Consider an \$(n+1) \times (n+1) \$ grid of points places at non-negative integer coordinates. Given two points in the grid at \$(a, b)\$ and \$(c, d)\$, we know that the distance of the first point to the origin at \$(0, 0)\$ is \$x = \sqrt{a^2 + b^2}\$ and the distance of the second point to the origin is \$y = \sqrt{c^2 + d^2}\$.

Given a positive integer \$n\$, the task is to find non-negative integers \$0 \leq a, b, c, d \leq n \$ so that \$|x - y|\$ is as small as possible but not equal to zero.


Positive integer \$n\$


Two points \$(a, b)\$ and \$(c, d)\$ that minimize \$ |\sqrt{a^2 + b^2} - \sqrt{c^2 + d^2}|\$ under the constraint that \$ |\sqrt{a^2 + b^2} - \sqrt{c^2 + d^2}| \ne 0\$.


If \$n=7\$ then \$(7, 2)\$, \$(4, 6)\$ is a valid output.

  • \$\begingroup\$ What is the range of coordinates for the points in terms of n? If it's 0 to n then it's an n+1 grid. \$\endgroup\$
    – Tbw
    Mar 9 at 21:23
  • \$\begingroup\$ Can output be in complex numbers? \$\endgroup\$
    – Tbw
    Mar 9 at 21:37
  • \$\begingroup\$ @Tbw No, sorry, \$\endgroup\$
    – Simd
    Mar 9 at 21:37
  • 1
    \$\begingroup\$ @KaiBurghardt yes that's ok \$\endgroup\$
    – Simd
    Mar 9 at 22:53
  • 4
    \$\begingroup\$ @Simd what is the rationale for not allowing complex representation? \$\endgroup\$
    – Jonah
    Mar 9 at 23:54

10 Answers 10


Python, 114 bytes

-1 byte thanks to @Stefan Pochmann

lambda s:[r:=range(s+1)]*0+max([(e:=a*a+b*b)-c*c-d*d==1,e,a,b,c,d]for a in r for b in r for c in r for d in r)[2:]

Attempt This Online!

Finds \$a, b, c, d\$ where \$(a^2+b^2)-(c^2+d^2)=1\$ and \$a^2+b^2\$ is maximal.


The lower bound on difference between distances when \$(a^2+b^2)-(c^2+d^2)>1\$ is $$\sqrt{n^2+n^2}-\sqrt{n^2+n^2-2}$$ $$\sqrt{2n^2}-\sqrt{2n^2-2}$$ We can show points \$(n, 1)\$ and \$(n, 0)\$ always have distances closer than this lower bound with some simplification $$\sqrt{n^2+1^2}-\sqrt{n^2-0^2}<\sqrt{2n^2}-\sqrt{2n^2-2}$$ $$\sqrt{n^2+1}-\sqrt{n^2}<\sqrt{2}\cdot(\sqrt{n^2}-\sqrt{n^2-1})$$ $$\sqrt{n^2+1}-\sqrt{n^2}<\sqrt{n^2}-\sqrt{n^2-1}$$ The last statement is easy to see as \$\sqrt{x}\$ increases more slowly the further right in the \$x\$-axis we go, more formally the second derivative (change in slope) of \$\sqrt{x}\$ is always negative.

This means in the solution \$(a^2+b^2)-(c^2+d^2)=1\$ will always hold. Maximizing \$a^2+b^2\$ is also easy to see and also arises due the second derivatives of \$\sqrt{x}\$ being always negative.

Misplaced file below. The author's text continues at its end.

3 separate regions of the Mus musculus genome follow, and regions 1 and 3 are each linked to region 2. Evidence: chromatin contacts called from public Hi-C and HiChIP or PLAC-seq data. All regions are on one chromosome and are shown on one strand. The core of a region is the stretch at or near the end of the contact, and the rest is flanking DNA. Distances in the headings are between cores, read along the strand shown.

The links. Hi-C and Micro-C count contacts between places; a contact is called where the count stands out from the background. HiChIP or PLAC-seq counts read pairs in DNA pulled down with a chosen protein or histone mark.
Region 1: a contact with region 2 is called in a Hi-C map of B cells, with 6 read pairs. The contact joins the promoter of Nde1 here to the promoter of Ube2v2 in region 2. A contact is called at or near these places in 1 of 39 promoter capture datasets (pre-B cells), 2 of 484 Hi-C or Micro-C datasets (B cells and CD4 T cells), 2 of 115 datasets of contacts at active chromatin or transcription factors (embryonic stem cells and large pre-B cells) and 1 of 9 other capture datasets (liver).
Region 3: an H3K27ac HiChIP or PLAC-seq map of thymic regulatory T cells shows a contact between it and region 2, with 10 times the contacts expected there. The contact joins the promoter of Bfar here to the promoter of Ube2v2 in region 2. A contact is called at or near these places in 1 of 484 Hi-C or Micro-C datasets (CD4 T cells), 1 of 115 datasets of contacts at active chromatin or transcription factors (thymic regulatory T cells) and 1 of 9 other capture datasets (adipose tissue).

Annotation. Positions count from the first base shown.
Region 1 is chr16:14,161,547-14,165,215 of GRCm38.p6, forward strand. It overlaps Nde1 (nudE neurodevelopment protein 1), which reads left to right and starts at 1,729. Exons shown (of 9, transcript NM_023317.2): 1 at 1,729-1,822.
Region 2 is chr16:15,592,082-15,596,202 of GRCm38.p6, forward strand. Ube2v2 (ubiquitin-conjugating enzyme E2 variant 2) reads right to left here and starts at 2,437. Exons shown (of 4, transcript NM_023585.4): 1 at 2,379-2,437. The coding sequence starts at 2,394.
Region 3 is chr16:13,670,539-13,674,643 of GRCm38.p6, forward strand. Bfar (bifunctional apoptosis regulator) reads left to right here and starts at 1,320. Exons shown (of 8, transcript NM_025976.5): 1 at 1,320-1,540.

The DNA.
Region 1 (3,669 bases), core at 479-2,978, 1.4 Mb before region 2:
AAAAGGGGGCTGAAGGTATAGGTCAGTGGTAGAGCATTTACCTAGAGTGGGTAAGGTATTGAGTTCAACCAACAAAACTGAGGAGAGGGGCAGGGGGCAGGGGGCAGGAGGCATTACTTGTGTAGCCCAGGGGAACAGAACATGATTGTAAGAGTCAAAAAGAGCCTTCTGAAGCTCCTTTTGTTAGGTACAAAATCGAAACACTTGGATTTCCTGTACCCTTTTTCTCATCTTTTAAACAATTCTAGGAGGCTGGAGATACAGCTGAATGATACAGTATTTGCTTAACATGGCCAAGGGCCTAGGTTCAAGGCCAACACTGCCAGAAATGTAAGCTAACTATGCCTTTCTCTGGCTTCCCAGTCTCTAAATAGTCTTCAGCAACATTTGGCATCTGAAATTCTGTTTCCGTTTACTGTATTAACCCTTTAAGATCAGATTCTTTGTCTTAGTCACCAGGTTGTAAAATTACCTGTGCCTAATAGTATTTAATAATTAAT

• 3
    \$\begingroup\$ Proof Request.. \$\endgroup\$
    – l4m2
    Mar 10 at 2:59
  • 1
    \$\begingroup\$ Checking with my code, it seems to be true for n up to 500. I'll probably work out a proof if I make a new answer with this idea. \$\endgroup\$
    – Tbw
    Mar 10 at 3:16
  • 5
    \$\begingroup\$ Ok I don't feel like typing it all out formally so I'll put the gist in this comment. a^2 + b^2 and c^2 + d^2 are both at most 2n^2. If they differ by at least 2, then their roots differ by at least 1/(n*sqrt(2)) (by looking at the derivative of sqrt). The points (0,n) and (1,n) have distances that differ by sqrt(n^2+1)-n. Multiplying both expressions by n, we find that n*(sqrt(n^2+1)-n) is increasing and has limit 1/2 as n goes to infinity, never exceeding 1/sqrt(2). Therefore, a^2+b^2-c^2-d^2 must be 1. From there, it is obvious why a^2+b^2 is maximized. \$\endgroup\$
    – Tbw
    Mar 10 at 3:39
  • \$\begingroup\$ 114: lambda s:[r:=range(s+1)]*0+max([(e:=a*a+b*b)-c*c-d*d==1,e,a,b,c,d]for a in r for b in r for c in r for d in r)[2:] \$\endgroup\$ Mar 10 at 17:36

Jelly, 15 bytes


A monadic Link that accepts \$N\$ and yields a pair of pairs of integers.

Try it online!


Brute force, although I can't help but think some divisor-based logic could work.

ŻŒċ⁺µ²§½ạ/ȯ1µÞḢ - Link: positive integer, N
Ż               - zero-range {N} -> [0..N]
 Œċ             - unordered pairs, with replacement -> points above or on y=x
   ⁺            - repeat -> all pairs of those points (up to reordering)
    µ       µÞ  - sort these pairs of points by:
     ²          -   square all the values
      §         -   sum each pair of squares
       ½        -   square-root these two values
        ạ/      -   reduce by absolute difference
          ȯ1    -   logical OR with 1 (replace zeros with ones)
              Ḣ - head
  • 1
    \$\begingroup\$ A non brute force solution would be awesome. It seems that one of the four variables is always n as well although that might need a proof. \$\endgroup\$
    – Simd
    Mar 9 at 22:39
  • 1
    \$\begingroup\$ @Simd 22 seems to be the first counterexample. \$\endgroup\$
    – Neil
    Mar 10 at 0:34
  • \$\begingroup\$ Oh well, that's a shame. \$\endgroup\$
    – Simd
    Mar 10 at 7:50

Vyxal 3, 14 bytes